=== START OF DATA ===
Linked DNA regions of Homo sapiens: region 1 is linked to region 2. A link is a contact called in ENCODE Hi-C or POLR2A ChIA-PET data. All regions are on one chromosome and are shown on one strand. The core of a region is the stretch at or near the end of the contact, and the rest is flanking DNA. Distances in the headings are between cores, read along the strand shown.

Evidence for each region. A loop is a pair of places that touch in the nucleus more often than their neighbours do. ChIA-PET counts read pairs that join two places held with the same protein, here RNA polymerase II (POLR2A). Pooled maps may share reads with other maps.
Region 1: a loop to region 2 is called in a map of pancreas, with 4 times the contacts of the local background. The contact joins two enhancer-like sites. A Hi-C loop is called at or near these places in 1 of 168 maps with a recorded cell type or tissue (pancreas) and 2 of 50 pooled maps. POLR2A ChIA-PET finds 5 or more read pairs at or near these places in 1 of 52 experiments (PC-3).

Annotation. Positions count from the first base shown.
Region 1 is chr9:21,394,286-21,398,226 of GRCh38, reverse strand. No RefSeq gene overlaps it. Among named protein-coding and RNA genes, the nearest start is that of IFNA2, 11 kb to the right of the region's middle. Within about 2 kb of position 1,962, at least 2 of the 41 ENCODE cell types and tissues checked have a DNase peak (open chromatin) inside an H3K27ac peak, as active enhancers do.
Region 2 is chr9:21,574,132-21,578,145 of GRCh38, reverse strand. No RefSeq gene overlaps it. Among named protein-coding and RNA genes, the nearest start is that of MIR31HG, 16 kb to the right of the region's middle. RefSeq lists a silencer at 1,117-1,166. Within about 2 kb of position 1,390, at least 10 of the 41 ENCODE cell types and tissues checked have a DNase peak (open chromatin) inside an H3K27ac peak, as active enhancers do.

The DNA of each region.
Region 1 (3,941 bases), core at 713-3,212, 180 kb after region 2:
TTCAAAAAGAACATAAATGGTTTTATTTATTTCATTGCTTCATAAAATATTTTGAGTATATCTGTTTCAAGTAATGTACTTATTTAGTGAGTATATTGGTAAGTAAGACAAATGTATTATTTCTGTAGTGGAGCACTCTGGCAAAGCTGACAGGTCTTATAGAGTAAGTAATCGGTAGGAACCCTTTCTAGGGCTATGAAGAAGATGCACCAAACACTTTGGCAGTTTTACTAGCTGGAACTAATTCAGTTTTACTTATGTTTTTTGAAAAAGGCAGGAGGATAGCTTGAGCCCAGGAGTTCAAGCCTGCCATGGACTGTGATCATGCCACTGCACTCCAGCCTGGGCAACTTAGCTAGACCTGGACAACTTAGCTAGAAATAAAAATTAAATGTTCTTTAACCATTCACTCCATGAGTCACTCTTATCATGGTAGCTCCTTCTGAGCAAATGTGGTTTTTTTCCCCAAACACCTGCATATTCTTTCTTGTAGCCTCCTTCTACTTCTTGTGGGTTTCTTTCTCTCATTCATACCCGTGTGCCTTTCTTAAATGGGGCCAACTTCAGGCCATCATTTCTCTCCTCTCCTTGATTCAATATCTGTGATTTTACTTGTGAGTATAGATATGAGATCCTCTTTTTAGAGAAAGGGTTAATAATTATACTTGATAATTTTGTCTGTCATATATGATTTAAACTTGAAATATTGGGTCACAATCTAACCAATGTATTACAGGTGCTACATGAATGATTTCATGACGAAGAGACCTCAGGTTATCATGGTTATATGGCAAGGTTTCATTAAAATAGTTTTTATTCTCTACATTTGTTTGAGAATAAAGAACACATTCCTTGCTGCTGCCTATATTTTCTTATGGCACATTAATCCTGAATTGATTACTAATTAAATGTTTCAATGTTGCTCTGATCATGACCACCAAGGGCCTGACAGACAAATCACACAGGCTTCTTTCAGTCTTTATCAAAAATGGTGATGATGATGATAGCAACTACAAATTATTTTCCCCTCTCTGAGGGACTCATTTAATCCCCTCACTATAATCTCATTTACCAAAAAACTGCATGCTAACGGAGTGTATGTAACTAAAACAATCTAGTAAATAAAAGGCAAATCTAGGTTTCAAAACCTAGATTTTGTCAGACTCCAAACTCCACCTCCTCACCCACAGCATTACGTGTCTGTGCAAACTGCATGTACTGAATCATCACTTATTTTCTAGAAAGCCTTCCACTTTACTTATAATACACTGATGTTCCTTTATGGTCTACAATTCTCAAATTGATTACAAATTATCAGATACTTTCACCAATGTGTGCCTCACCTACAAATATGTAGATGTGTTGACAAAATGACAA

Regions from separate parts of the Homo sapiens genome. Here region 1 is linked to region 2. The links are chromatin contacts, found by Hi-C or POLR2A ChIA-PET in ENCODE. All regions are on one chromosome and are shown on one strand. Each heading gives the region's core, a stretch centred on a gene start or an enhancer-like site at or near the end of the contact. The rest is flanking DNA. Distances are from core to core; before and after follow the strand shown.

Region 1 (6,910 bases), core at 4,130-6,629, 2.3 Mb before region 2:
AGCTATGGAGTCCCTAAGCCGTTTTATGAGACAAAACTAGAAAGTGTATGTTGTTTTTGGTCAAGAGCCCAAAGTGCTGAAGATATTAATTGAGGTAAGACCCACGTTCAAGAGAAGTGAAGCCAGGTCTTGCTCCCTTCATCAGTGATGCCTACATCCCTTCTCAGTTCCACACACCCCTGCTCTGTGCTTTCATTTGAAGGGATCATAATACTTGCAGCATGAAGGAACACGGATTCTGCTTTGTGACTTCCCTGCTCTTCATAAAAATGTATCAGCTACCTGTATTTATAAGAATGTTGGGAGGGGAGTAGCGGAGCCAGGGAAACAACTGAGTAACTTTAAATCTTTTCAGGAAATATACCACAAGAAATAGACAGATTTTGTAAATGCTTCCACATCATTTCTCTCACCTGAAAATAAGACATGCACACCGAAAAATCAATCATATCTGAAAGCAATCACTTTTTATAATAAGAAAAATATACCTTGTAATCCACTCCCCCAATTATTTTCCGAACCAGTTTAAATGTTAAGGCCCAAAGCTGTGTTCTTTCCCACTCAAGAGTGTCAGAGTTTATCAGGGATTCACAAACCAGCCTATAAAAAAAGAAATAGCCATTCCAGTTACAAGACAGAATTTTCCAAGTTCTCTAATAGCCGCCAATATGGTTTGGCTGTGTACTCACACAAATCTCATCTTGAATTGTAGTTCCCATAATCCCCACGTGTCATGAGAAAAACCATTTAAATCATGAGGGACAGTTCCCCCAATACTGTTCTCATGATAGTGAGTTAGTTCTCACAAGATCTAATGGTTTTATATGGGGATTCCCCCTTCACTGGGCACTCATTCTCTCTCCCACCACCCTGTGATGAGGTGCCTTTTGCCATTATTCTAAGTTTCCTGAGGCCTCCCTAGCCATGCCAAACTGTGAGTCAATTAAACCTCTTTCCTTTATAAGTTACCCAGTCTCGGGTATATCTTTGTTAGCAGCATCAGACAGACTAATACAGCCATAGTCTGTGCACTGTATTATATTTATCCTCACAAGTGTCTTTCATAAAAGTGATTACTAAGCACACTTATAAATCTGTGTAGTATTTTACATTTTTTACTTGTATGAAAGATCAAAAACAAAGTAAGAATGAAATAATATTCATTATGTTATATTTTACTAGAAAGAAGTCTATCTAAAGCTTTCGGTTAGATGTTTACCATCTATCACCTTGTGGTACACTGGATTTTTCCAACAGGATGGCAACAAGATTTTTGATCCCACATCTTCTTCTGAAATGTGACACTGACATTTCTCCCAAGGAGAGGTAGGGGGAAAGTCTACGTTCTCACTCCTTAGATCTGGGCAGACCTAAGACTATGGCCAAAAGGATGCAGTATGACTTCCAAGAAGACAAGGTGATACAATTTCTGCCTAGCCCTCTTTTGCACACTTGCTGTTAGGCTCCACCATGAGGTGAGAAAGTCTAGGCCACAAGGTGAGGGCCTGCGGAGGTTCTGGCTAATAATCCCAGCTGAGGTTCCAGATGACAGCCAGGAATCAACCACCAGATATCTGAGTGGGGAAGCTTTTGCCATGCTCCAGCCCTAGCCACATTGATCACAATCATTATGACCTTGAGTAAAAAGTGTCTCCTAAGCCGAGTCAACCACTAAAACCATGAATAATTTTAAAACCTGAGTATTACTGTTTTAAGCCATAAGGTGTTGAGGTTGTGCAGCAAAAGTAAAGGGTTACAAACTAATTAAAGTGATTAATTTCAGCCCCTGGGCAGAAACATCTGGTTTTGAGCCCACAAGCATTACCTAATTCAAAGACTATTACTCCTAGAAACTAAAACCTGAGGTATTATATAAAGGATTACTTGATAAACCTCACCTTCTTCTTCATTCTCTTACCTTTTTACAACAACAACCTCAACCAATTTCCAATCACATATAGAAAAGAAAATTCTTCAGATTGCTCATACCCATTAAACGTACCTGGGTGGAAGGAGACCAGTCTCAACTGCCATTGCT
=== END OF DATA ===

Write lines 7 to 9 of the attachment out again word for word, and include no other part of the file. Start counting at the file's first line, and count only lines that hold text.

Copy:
The DNA of each region.
Region 1 (3,941 bases), core at 713-3,212, 180 kb after region 2:
TTCAAAAAGAACATAAATGGTTTTATTTATTTCATTGCTTCATAAAATATTTTGAGTATATCTGTTTCAAGTAATGTACTTATTTAGTGAGTATATTGGTAAGTAAGACAAATGTATTATTTCTGTAGTGGAGCACTCTGGCAAAGCTGACAGGTCTTATAGAGTAAGTAATCGGTAGGAACCCTTTCTAGGGCTATGAAGAAGATGCACCAAACACTTTGGCAGTTTTACTAGCTGGAACTAATTCAGTTTTACTTATGTTTTTTGAAAAAGGCAGGAGGATAGCTTGAGCCCAGGAGTTCAAGCCTGCCATGGACTGTGATCATGCCACTGCACTCCAGCCTGGGCAACTTAGCTAGACCTGGACAACTTAGCTAGAAATAAAAATTAAATGTTCTTTAACCATTCACTCCATGAGTCACTCTTATCATGGTAGCTCCTTCTGAGCAAATGTGGTTTTTTTCCCCAAACACCTGCATATTCTTTCTTGTAGCCTCCTTCTACTTCTTGTGGGTTTCTTTCTCTCATTCATACCCGTGTGCCTTTCTTAAATGGGGCCAACTTCAGGCCATCATTTCTCTCCTCTCCTTGATTCAATATCTGTGATTTTACTTGTGAGTATAGATATGAGATCCTCTTTTTAGAGAAAGGGTTAATAATTATACTTGATAATTTTGTCTGTCATATATGATTTAAACTTGAAATATTGGGTCACAATCTAACCAATGTATTACAGGTGCTACATGAATGATTTCATGACGAAGAGACCTCAGGTTATCATGGTTATATGGCAAGGTTTCATTAAAATAGTTTTTATTCTCTACATTTGTTTGAGAATAAAGAACACATTCCTTGCTGCTGCCTATATTTTCTTATGGCACATTAATCCTGAATTGATTACTAATTAAATGTTTCAATGTTGCTCTGATCATGACCACCAAGGGCCTGACAGACAAATCACACAGGCTTCTTTCAGTCTTTATCAAAAATGGTGATGATGATGATAGCAACTACAAATTATTTTCCCCTCTCTGAGGGACTCATTTAATCCCCTCACTATAATCTCATTTACCAAAAAACTGCATGCTAACGGAGTGTATGTAACTAAAACAATCTAGTAAATAAAAGGCAAATCTAGGTTTCAAAACCTAGATTTTGTCAGACTCCAAACTCCACCTCCTCACCCACAGCATTACGTGTCTGTGCAAACTGCATGTACTGAATCATCACTTATTTTCTAGAAAGCCTTCCACTTTACTTATAATACACTGATGTTCCTTTATGGTCTACAATTCTCAAATTGATTACAAATTATCAGATACTTTCACCAATGTGTGCCTCACCTACAAATATGTAGATGTGTTGACAAAATGACAA